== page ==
Of course, the stunning fact is just how quickly (say, 7 years) these regions would bounce back. I recall being surprised more than once in my reading by the thought, "How could Burgundy be raising troops again?" I suppose it's due to just how un-advanced they were at the outset (just out of the Dark Ages, really), and so starting up from zero again wasn't that big a deal.
Oh, and doesn't Guns, Germs, Steel give some ballpark numbers on both hunter/gatherers and the Fertile Crescent populations? My copy's at home....
> but having read the first 2 volumes of Jonathan Sumption's exhaustive history of the 100 Years' War
I've only ever managed to get through the first, and that took several attempts and the time freed up by a compulsory redundancy... Kudos.
If memory serves me right, the book about plagues which won the Rhone-Poulenc science book award a few years back (I honestly can't remember the name) also has a good discussion on the matter of hunter-gatherers.
Ah, the traditional 'two seconds on Google' moment reveals it to be Arno Karlen's 'Plague's Progress'.
>Of course, the stunning fact is just how quickly (say, 7 years) these regions would bounce back. I recall being surprised more than once in my reading by the thought, "How could Burgundy be raising troops again?" <
I had the exact same feeling reading Xenophon's *Hellenica* ("History of My Times"). My Penguin edition constantly reminds the reader that Xenophon's account is inadequate and misses huge parts of the conflict that raged through the Peloponnesian area and the Aegean.
Hi Brad, long time no see. Long reply here, hope you don't mind.
(4) The Ottomans, at least, did not undergo a military revolution in the European sense. Don't be misled by the janissaries; it's a bit like looking at the Waffen SS and assuming they were "the core, around which the Wehrmacht coalesced". Seriously.
Before ~1600, janissaries were a corps d'elite, and there were never many of them. There were only 8,000 in 1453, and about 12,000 during the reign of Suleyman the Great. They were important, but their reputation very much exceeds their actual military significance. In both their excellence and their decline, they were more a symptom than a cause.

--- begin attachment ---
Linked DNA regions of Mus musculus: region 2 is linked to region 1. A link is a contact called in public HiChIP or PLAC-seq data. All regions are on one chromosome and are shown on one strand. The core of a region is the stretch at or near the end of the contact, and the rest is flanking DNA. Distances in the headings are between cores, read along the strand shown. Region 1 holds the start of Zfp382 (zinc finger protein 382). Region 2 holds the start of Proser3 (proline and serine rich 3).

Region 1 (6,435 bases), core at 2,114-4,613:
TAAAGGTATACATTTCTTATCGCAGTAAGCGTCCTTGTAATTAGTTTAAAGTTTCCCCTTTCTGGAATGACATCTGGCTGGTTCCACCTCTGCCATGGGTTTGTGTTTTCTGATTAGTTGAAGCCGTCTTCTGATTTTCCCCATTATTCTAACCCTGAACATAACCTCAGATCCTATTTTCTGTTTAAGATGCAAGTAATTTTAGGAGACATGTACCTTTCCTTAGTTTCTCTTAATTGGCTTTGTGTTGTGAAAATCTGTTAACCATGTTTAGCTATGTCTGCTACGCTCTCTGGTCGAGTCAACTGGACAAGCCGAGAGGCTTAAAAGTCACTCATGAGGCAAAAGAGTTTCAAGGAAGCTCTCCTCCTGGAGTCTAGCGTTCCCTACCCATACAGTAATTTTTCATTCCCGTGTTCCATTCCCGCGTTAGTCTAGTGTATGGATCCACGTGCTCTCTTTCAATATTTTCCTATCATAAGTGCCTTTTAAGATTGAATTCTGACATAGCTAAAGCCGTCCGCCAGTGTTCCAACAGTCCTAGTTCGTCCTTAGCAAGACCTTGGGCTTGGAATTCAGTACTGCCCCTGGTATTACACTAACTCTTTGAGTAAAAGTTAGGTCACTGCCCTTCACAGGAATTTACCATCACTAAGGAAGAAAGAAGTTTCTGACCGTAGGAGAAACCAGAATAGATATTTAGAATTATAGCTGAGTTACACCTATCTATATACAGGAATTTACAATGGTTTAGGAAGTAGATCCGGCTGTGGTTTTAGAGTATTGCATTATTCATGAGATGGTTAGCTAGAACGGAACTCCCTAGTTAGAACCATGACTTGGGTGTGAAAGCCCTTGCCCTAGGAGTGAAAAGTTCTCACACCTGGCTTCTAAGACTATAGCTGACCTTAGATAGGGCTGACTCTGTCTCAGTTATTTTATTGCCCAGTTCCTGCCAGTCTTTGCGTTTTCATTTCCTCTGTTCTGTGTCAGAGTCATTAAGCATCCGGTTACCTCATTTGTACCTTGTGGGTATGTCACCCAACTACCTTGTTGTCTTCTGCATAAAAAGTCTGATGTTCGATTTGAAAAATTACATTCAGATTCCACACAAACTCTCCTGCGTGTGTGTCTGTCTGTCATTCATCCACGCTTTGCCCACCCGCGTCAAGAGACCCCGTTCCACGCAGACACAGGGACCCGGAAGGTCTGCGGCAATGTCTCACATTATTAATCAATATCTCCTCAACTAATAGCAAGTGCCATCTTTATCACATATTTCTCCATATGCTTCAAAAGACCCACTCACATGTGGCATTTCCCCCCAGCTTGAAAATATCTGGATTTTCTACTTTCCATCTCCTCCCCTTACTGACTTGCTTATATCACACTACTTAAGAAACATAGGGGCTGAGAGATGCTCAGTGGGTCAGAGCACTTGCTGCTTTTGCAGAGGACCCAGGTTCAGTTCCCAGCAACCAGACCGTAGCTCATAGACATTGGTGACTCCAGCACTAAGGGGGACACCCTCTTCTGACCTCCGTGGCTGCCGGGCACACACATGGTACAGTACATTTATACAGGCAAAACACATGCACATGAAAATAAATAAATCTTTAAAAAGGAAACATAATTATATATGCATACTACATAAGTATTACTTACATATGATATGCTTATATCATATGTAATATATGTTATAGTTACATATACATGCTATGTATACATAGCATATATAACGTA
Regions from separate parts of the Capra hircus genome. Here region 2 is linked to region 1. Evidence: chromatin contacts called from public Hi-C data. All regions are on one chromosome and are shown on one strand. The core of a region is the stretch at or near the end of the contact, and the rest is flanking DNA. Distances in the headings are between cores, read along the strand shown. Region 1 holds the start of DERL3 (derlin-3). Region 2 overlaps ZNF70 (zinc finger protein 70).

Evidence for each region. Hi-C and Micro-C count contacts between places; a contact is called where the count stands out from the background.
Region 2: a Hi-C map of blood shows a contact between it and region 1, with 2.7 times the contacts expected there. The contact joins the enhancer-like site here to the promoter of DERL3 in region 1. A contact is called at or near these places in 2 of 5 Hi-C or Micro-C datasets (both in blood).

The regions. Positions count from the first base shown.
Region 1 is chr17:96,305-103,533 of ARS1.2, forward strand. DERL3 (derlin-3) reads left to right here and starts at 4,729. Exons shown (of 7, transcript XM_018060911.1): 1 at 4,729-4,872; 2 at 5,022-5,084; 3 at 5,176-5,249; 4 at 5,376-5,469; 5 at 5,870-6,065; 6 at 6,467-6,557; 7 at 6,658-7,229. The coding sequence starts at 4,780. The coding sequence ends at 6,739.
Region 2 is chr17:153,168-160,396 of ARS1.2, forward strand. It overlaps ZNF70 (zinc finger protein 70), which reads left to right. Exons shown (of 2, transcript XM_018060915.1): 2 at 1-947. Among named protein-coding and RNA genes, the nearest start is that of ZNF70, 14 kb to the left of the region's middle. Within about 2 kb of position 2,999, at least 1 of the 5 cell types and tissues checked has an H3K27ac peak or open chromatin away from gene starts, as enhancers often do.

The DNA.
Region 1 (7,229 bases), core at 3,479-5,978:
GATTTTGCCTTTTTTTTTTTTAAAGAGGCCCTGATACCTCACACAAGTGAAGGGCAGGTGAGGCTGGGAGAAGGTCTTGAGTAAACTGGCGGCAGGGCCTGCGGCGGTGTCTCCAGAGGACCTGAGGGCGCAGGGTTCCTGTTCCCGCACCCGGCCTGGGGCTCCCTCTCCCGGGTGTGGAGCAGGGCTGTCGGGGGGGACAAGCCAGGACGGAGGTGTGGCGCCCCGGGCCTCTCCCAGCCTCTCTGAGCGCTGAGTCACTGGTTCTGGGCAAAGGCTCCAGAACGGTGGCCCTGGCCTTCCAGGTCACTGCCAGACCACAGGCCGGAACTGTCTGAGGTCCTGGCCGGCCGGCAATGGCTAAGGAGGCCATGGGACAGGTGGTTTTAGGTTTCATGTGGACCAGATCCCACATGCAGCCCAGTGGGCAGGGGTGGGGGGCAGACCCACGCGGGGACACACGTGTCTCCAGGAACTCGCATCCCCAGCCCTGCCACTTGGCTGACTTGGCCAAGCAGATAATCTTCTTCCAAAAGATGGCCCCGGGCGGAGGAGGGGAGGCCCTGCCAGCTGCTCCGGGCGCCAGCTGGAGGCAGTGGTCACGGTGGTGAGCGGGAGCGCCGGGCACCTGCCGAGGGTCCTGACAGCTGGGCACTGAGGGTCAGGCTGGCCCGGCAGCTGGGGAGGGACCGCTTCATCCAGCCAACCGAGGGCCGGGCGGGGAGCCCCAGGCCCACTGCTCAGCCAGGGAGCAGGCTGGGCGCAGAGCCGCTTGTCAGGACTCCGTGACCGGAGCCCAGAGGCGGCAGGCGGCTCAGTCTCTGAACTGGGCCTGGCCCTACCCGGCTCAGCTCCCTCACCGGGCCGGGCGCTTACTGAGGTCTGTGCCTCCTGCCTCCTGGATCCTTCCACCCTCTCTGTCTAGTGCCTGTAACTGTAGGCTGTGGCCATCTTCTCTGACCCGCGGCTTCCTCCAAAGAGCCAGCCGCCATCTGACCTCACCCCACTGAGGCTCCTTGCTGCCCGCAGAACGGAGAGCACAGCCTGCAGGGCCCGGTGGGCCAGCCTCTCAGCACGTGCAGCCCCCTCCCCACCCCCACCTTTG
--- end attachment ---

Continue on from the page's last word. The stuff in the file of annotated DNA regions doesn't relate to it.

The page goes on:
(For that matter, the janissaries weren't the best fighters in the Ottoman army. That honor, by general acclaim, belongs to the _delil_ fighters -- the "mad ones". Delils were the very best of the _akinji_, the frontier raiders. They were sort of the Special Forces of the classical Ottoman military.)
Ottoman nomenclature can be confusing, but basically their army had two parts: the _kapikulu_ or "Palace Army", which was the standing force of professionals based in Istanbul, and the _eshkinji_ or "Province Armies", which were levies of varying quality from the rest of the Empire. Janissaries were part of the Palace Army, but only a small part. The Palace Army consisted of full-time soldiers, and was -- as you put it -- the core around which the provincial forces coalesced.
The Ottomans did evolve some significant military innovations, such as the use of an armorer's corps (_jebeji_) in the Palace Army, for the production, distribution and repair of firearms. But they were oddly slow to adopt the musket as their main infantry weapon. They didn't do this until well into the 17th century, with the organization of the _tufekchi_ musketeers; and even when they did, they were equally slow to adopt the effective "continuous volley" tactics that Europeans developed in the 30 years war. This was an omission that would cost them dearly after 1683. In this case, the stereotype of the technologically conservative Oriental state has an element of truth.
Okay, so how did the Ottomans win so many battles? Two reasons. One, tactics. They very successfully adapted the ancestral steppe nomad tactics to a combined forces army. At Nicopolis (1396), Kosovo II (1428), and Varna (1444), they deliberately allowed enemy heavy cavalry to break their infantry lines while holding their own heavy cavalry in reserve. Highly mobile light cavalry then swarmed the enemy's flanks and rear while the Ottoman heavy cavalry countercharged. At Chaldiran (1515) and Mohacz (1526), they added the additional fillip of massed artillery in the rear. Just as the enemy charge ran out of steam, it was blasted by mass cannon fire -- and then the double envelopment and the heavy lancers countercharging.
Does this constitute a military revolution? I don't think so. The Mongols had been doing this sort of thing since the 12th century. The Ottoman innovation was to integrate infantry and, later, artillery into the mix.
(I am not that familiar with Babur, but he was another descendant of steppe nomads... and I'll bet a nickel that he achieved his victories by doing much the same thing.)
The second reason for Ottoman successes was size. For 200 years, until they bumped more or less simultaneously into the Safavid Persians and the Hapsburgs around 1520, the Ottomans only once had to face an opponent in their own weight class. Most of they time they were facing opponents who were smaller, or much less well organized (Bulgaria, Serbia, Mamluk Egypt) or both.
It's interesting to note that the sole exception was Tamerlane... and he tore their military a new orifice, and came very close to ending the whole Ottoman experiment then and there.
The advantage of size was not so much that the Ottomans could field bigger armies, although that was certainly part of it. Rather, it was that they had strategic depth. They could lose or draw a battle, and come back again a year or two later with another army. This is how they conquered Serbia; Kosovo was a draw at best, but the Ottomans could afford their losses and the Serbs could not. It also gave them the attractive possibility of simply glowering potential enemies into submission, like the princes of Armenia and Wallachia, and collecting tribute without firing a shot. The best battles are the ones you win without fighting, after all.